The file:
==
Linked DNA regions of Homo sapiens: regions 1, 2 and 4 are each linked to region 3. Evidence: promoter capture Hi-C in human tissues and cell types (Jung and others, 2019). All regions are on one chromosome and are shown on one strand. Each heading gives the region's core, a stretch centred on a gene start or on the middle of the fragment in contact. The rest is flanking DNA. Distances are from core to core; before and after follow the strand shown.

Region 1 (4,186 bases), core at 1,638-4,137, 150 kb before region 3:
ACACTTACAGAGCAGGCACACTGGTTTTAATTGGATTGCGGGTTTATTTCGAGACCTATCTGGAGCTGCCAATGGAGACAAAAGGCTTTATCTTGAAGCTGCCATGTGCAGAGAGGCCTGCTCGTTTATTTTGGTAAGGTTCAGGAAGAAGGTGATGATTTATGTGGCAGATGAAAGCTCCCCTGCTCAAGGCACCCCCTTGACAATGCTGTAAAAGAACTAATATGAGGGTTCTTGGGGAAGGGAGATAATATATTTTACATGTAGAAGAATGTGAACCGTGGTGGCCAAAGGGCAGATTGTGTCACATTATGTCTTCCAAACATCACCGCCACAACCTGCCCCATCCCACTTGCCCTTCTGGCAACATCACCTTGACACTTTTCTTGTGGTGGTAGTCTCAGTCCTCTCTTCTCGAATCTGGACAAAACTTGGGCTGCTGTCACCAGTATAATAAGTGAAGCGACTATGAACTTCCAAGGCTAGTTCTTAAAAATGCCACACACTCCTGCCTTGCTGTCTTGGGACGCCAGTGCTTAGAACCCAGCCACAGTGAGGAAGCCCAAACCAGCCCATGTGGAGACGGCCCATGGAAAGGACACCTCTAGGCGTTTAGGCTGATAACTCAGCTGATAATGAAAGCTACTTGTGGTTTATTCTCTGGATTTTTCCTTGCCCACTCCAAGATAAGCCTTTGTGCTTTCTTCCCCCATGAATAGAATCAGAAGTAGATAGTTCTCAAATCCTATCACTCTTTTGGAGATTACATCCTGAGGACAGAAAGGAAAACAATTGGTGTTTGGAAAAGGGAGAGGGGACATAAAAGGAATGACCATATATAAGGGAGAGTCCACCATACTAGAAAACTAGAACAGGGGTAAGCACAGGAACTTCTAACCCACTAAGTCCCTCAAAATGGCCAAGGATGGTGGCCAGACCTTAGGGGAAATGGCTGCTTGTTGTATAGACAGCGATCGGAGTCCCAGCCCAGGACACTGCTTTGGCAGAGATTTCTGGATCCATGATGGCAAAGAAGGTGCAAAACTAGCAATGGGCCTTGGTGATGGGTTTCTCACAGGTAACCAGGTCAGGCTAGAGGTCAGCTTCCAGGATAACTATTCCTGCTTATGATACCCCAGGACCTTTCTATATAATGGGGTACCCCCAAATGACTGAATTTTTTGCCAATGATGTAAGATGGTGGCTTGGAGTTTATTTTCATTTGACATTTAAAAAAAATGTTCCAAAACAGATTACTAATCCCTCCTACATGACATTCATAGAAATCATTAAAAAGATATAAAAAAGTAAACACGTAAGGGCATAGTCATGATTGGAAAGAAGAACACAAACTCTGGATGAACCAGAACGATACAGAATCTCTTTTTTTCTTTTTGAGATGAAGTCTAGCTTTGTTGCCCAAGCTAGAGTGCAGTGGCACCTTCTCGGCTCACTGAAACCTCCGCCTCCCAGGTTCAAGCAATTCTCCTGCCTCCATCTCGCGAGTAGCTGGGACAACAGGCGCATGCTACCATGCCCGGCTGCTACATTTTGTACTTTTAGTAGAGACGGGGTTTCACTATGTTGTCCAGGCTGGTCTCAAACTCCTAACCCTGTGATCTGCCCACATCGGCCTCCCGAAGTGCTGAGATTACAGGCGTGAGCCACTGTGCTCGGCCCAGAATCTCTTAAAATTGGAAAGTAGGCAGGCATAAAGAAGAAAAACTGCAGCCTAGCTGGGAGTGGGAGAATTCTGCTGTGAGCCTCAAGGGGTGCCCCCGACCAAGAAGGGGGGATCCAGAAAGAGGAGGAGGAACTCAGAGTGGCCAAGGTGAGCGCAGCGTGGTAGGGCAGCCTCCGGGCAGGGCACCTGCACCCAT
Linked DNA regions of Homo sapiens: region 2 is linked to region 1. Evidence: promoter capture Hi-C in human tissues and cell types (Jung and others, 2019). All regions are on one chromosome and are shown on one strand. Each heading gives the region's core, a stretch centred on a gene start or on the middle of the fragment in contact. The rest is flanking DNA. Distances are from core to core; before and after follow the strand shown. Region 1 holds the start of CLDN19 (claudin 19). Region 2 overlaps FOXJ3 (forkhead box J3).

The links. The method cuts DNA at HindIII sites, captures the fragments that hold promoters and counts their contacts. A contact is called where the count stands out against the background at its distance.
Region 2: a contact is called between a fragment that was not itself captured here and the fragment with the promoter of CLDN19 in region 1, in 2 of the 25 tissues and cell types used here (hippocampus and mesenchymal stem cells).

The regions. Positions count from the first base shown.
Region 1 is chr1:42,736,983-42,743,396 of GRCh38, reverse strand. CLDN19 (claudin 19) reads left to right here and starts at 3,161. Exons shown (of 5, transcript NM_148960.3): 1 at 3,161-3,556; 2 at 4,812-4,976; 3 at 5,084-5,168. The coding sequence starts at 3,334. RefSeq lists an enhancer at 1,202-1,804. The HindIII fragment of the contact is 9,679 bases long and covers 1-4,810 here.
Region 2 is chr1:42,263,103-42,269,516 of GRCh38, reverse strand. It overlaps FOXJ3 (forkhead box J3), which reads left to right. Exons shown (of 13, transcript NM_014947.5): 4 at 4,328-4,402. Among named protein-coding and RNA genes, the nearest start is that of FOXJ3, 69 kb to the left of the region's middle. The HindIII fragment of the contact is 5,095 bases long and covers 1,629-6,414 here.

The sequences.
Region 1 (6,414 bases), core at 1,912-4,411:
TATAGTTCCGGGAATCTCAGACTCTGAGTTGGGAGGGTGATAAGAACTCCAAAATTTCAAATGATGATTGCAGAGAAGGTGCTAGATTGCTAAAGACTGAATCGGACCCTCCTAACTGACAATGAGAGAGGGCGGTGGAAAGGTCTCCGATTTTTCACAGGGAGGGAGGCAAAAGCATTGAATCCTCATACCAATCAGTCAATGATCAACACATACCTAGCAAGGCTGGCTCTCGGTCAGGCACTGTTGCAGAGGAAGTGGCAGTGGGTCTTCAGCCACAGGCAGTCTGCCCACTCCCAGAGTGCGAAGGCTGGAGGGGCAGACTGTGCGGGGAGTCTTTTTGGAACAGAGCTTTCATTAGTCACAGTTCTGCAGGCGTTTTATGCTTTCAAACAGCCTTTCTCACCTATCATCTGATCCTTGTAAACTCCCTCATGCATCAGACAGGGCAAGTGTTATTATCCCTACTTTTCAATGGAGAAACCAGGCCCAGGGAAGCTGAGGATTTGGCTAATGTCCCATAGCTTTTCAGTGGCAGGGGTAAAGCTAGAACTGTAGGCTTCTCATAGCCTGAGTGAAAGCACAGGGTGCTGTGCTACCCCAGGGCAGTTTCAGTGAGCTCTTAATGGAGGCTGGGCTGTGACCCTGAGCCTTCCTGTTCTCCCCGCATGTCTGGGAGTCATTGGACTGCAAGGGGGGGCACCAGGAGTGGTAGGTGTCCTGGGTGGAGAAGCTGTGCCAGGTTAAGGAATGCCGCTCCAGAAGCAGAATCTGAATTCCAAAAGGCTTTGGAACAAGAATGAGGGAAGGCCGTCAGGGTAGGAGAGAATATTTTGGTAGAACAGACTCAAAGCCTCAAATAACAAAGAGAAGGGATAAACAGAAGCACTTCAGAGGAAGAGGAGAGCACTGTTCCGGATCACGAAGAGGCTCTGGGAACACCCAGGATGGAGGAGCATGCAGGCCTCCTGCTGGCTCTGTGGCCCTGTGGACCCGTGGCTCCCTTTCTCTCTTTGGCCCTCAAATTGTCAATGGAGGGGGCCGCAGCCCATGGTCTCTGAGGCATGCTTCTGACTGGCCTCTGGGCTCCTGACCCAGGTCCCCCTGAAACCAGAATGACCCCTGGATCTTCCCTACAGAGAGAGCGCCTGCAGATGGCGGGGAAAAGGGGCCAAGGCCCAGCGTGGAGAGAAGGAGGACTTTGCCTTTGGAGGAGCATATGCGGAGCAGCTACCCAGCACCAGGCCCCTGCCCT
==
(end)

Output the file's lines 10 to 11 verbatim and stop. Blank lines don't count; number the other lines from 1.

The sequences.
Region 1 (6,414 bases), core at 1,912-4,411: